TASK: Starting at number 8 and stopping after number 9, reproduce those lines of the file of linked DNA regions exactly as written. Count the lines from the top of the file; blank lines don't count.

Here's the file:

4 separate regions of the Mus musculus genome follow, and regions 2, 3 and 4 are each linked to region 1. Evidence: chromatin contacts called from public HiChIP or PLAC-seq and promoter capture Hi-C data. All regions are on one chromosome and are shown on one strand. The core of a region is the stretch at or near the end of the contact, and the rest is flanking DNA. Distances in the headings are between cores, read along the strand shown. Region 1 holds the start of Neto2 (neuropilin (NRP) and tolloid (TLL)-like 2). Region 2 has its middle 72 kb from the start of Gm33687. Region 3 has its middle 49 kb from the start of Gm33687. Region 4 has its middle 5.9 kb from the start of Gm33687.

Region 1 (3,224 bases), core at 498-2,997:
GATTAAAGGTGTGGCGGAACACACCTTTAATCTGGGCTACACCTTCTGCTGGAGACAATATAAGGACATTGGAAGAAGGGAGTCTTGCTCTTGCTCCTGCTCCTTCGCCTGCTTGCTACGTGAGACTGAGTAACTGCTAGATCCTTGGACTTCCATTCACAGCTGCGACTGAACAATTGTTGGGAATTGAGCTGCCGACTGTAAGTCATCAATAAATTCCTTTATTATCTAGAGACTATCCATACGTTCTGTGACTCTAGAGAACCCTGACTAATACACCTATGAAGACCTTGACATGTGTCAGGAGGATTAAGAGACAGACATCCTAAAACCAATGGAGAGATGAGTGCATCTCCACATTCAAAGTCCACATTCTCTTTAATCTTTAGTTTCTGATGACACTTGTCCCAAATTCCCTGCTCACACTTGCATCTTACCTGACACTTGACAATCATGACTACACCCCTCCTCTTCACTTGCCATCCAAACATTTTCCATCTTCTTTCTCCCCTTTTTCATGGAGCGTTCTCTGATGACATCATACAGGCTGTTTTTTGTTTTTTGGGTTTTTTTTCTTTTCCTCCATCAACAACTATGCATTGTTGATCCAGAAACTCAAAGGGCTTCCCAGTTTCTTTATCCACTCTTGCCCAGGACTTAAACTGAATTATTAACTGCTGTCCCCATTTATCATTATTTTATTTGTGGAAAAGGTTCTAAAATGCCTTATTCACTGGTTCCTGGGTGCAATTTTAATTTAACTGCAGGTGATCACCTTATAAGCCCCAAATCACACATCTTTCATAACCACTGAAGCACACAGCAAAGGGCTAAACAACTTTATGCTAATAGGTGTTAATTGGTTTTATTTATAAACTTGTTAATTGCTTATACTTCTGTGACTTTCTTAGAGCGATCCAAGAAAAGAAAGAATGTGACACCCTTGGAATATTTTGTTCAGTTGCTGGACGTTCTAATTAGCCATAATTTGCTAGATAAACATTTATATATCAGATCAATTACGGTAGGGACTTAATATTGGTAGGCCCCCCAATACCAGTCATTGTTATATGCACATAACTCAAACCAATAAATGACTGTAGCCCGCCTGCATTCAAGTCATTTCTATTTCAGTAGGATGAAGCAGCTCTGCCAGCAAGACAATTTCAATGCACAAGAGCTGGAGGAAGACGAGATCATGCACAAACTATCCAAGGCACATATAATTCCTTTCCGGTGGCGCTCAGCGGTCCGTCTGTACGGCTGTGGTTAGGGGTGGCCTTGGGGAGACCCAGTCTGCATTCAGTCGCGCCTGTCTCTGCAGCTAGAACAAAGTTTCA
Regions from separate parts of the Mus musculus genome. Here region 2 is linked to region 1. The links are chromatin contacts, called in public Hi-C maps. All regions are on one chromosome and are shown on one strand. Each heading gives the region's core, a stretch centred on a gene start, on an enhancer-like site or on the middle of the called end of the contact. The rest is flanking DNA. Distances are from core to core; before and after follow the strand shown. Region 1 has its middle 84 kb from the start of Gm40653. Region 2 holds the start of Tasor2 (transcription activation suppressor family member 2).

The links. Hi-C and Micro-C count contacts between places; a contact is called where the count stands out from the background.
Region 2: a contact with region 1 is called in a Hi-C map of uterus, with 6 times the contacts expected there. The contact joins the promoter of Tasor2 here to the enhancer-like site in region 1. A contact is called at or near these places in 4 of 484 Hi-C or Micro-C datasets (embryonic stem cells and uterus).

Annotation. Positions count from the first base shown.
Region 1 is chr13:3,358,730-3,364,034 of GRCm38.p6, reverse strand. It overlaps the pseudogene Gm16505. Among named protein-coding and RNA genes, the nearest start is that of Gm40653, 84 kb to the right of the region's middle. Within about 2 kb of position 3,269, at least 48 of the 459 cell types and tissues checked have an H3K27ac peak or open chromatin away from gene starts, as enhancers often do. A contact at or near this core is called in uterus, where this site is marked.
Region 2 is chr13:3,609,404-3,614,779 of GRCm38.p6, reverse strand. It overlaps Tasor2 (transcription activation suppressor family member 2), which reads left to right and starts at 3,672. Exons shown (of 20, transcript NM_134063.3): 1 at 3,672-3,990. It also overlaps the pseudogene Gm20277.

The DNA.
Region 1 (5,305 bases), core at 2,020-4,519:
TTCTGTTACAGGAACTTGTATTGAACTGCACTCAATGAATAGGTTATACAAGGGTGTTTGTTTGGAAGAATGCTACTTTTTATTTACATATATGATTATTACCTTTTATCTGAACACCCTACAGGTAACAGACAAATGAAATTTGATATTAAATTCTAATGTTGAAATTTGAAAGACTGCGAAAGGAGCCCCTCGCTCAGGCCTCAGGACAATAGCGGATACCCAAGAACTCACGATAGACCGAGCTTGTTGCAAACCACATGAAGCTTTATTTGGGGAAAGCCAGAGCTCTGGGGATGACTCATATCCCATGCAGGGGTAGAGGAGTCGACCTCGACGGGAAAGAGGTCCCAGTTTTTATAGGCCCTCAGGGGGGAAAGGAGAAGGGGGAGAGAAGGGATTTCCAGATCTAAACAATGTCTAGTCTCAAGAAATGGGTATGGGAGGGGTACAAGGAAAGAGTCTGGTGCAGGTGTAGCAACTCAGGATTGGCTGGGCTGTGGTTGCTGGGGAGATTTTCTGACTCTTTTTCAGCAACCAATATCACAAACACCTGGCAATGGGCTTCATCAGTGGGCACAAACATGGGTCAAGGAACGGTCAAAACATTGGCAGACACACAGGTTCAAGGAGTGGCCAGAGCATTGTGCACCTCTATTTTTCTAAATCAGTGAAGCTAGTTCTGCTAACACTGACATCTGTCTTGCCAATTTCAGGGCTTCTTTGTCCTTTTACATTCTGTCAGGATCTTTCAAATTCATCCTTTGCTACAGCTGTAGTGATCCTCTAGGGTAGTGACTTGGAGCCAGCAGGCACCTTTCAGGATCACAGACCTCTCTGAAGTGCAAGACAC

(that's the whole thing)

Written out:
Region 1 is chr13:3,358,730-3,364,034 of GRCm38.p6, reverse strand. It overlaps the pseudogene Gm16505. Among named protein-coding and RNA genes, the nearest start is that of Gm40653, 84 kb to the right of the region's middle. Within about 2 kb of position 3,269, at least 48 of the 459 cell types and tissues checked have an H3K27ac peak or open chromatin away from gene starts, as enhancers often do. A contact at or near this core is called in uterus, where this site is marked.
Region 2 is chr13:3,609,404-3,614,779 of GRCm38.p6, reverse strand. It overlaps Tasor2 (transcription activation suppressor family member 2), which reads left to right and starts at 3,672. Exons shown (of 20, transcript NM_134063.3): 1 at 3,672-3,990. It also overlaps the pseudogene Gm20277.